NTSB Identification: FTW02IA027.
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Scheduled 14 CFR operation of America West Airlines Inc. (D.B.A. America West )
Incident occurred Friday, November 02, 2001 in Midland, TX
Probable Cause Approval Date: 12/03/2004
Aircraft: Airbus Industrie A319-132, registration: N814AW
Injuries: 89 Uninjured.
NTSB investigators used data provided by various sources and may not have traveled in support of this investigation to prepare this aircraft incident report.
The transport airplane was in cruise flight at flight level 390 for 12 minutes when they received an "engine oil filter bypass" fault message on the engine centralized aircraft monitoring (ECAM) system; however, all of the engine parameters remained within limits. Subsequently, the oil pressure indication for the #1 (left) engine rose into the red band and a "high vibration and a thumping sound" was felt and heard. The flight crew then declared an emergency and diverted to another airport. The captain reported that during the landing roll, he moved both throttle levers into reverse, and simultaneously the cockpit and cabin began to fill with smoke. Air traffic controllers reported they observed white smoke emanating from the #1 engine during the landing roll. The captain stopped the airplane on the high-speed taxiway, turned off both engines, and an emergency evacuation ensued. The 1L and 2L doors were operated normally; however, the 1R door jammed when the flight attendant attempted to open it. Examination of the 1R door actuator and slide did not reveal the reason it failed to operate. Examination of the engine revealed that debris contamination of the #3 bearing initiated spallation of the bearing's outer ring raceway. Cyclic loading from the bearing balls passing over the growing raceway spall resulted in extensive fretting of the outer diameter surface of the outer ring, from which a fatigue crack was initiated. High-cycle fatigue progression radially through the outer ring was followed by rapid fracture and subsequent liberation of the outer ring fragments. The debris contamination more than likely came from the high-pressure compressor (HPC) stubshaft coating, which was liberated and entered the #3 bearing area causing it to fracture, and the engine to lose power. Research revealed this was one of five similar occurrences, which was traced down to a change in the manufacture process for the HPC stubshaft coating. The manufacturer has taken actions to alert operators of the existing problem.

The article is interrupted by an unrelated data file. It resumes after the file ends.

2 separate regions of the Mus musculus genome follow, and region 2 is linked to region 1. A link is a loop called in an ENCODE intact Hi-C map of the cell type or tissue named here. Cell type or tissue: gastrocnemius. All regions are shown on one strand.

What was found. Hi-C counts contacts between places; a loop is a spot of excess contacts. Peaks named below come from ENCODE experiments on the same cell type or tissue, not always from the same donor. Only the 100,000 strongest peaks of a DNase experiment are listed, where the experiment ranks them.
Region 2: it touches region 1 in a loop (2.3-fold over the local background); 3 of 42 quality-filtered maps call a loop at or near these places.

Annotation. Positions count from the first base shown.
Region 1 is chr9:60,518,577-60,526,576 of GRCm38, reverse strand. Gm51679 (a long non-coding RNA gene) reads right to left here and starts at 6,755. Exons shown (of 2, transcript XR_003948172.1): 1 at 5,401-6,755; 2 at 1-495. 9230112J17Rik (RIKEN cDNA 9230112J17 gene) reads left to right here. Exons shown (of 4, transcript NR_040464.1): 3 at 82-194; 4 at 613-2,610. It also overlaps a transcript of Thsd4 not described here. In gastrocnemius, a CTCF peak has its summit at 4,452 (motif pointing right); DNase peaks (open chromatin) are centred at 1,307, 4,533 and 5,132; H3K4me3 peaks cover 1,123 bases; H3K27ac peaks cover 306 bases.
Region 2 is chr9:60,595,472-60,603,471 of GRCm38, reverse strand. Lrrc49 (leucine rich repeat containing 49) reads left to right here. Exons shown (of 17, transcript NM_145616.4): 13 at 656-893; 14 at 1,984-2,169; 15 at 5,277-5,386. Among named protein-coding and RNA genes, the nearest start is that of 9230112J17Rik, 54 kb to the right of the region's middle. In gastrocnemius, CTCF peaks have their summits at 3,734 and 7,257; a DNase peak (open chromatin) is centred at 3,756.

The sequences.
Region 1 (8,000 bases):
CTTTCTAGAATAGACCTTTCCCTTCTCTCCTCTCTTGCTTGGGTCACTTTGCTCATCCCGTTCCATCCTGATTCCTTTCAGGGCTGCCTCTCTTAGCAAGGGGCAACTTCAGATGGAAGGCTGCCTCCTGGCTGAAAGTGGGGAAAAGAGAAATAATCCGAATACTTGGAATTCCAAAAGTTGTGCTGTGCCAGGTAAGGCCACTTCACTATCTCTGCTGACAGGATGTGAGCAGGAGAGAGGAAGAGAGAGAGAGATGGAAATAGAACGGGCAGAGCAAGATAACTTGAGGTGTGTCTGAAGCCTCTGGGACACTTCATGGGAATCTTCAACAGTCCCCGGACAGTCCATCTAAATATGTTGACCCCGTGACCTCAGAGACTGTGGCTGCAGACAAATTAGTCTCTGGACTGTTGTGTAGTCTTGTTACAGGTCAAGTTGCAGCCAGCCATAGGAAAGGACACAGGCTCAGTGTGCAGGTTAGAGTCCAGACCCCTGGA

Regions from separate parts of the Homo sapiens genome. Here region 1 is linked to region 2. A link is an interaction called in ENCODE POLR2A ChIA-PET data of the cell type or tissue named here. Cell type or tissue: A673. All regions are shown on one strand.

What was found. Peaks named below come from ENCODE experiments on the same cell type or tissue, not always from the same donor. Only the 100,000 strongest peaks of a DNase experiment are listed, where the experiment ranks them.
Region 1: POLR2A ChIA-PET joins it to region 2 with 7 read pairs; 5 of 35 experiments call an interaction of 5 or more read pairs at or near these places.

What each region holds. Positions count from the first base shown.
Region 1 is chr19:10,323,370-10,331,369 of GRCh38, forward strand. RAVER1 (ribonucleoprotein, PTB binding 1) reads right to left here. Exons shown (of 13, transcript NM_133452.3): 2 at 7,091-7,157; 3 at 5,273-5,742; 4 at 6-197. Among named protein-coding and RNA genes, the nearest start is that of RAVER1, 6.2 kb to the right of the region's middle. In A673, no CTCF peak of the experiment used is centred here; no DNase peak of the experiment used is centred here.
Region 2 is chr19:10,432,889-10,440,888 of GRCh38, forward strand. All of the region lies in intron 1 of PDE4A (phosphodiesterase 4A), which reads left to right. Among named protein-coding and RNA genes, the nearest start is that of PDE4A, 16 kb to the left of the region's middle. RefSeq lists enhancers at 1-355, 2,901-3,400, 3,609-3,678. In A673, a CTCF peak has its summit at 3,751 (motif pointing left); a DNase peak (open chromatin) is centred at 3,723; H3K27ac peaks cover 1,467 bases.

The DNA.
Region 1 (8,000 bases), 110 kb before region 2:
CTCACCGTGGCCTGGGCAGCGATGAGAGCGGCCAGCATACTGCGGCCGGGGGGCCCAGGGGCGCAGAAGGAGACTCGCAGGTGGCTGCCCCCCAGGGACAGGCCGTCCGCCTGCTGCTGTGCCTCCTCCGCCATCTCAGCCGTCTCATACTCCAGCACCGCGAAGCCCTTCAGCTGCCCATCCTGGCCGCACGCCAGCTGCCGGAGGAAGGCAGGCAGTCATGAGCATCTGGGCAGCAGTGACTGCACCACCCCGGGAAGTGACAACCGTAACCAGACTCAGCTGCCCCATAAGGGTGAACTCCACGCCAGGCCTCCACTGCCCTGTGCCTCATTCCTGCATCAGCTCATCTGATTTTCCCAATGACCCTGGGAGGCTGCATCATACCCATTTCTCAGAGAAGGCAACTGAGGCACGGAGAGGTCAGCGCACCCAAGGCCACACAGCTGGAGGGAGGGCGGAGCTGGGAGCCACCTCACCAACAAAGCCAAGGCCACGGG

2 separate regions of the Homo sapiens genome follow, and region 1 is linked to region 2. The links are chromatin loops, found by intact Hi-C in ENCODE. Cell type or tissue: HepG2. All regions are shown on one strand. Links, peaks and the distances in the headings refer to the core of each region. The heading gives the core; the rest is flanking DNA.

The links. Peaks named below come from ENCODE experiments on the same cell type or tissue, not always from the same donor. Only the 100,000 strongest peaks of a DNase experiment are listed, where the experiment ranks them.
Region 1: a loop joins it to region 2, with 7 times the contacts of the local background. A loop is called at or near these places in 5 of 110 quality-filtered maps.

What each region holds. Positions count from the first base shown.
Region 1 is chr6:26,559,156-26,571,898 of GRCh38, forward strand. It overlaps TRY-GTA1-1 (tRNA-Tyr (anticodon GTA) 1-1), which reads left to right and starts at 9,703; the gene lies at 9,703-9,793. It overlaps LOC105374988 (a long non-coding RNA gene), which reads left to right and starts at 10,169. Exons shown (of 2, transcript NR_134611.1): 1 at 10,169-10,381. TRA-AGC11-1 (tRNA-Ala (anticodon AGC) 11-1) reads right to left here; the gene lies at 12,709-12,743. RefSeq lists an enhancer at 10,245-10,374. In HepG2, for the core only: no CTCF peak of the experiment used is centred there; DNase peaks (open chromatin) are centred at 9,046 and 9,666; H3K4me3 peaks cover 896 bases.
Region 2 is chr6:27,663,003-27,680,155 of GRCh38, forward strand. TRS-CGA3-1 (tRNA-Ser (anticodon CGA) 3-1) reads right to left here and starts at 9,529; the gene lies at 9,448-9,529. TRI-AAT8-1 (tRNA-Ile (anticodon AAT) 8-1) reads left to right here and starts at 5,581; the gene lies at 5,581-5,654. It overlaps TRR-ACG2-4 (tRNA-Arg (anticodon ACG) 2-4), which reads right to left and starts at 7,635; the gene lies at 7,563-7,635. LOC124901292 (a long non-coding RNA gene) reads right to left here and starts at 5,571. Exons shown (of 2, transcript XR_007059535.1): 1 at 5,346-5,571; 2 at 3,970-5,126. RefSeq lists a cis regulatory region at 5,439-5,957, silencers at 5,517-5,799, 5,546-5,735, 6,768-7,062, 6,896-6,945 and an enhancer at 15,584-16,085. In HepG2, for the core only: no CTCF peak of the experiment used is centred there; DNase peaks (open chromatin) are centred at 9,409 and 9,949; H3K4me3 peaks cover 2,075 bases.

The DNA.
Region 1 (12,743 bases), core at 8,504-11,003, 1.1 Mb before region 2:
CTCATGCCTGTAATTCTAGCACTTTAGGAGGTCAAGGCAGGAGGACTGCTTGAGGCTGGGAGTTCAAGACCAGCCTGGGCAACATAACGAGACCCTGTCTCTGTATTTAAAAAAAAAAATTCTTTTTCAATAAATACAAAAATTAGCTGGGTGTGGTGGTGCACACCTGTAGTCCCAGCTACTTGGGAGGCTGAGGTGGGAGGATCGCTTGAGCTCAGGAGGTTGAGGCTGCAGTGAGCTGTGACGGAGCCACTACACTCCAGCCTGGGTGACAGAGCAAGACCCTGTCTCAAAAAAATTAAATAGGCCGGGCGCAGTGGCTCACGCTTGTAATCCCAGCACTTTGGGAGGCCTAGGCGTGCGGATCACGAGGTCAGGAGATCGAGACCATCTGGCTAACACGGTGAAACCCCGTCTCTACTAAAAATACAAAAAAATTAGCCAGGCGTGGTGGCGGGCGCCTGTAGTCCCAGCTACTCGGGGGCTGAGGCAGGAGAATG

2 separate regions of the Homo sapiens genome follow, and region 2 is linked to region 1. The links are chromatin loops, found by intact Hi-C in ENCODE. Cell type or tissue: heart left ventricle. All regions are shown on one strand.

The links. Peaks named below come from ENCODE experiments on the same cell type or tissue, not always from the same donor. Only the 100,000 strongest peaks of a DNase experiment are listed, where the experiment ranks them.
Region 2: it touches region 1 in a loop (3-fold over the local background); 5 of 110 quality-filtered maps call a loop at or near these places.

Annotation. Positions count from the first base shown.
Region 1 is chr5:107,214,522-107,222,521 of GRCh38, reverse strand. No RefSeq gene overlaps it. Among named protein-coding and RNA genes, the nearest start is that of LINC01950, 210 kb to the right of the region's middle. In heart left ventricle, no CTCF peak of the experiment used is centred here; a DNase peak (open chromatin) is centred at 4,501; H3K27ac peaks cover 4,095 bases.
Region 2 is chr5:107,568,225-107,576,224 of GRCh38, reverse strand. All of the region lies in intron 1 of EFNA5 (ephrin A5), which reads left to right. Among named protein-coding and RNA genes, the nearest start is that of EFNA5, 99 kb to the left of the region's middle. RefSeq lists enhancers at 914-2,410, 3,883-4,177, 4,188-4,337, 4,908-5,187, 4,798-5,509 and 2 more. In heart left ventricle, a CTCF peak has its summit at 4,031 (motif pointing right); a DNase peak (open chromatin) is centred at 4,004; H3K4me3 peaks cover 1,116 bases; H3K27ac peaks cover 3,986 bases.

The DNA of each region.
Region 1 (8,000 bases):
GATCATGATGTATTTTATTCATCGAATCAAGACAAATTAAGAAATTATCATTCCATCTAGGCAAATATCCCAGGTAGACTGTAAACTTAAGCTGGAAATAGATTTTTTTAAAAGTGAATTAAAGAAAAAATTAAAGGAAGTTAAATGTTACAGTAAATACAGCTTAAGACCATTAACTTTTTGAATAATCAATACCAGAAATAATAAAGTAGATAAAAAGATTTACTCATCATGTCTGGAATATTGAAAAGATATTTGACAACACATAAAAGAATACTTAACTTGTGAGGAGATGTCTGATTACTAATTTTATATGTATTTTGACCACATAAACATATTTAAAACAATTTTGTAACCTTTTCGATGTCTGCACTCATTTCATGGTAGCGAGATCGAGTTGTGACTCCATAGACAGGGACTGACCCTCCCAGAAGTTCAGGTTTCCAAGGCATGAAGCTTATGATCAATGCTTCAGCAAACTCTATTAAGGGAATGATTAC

The National Transportation Safety Board determines the probable cause(s) of this incident to be: the #1 engine's fatigue failure of the #3 bearing due to the manufacturer's inadequate design of the high-pressure compressor stubshaft coating, which resulted in a loss of engine power and an emergency landing. Full narrative available
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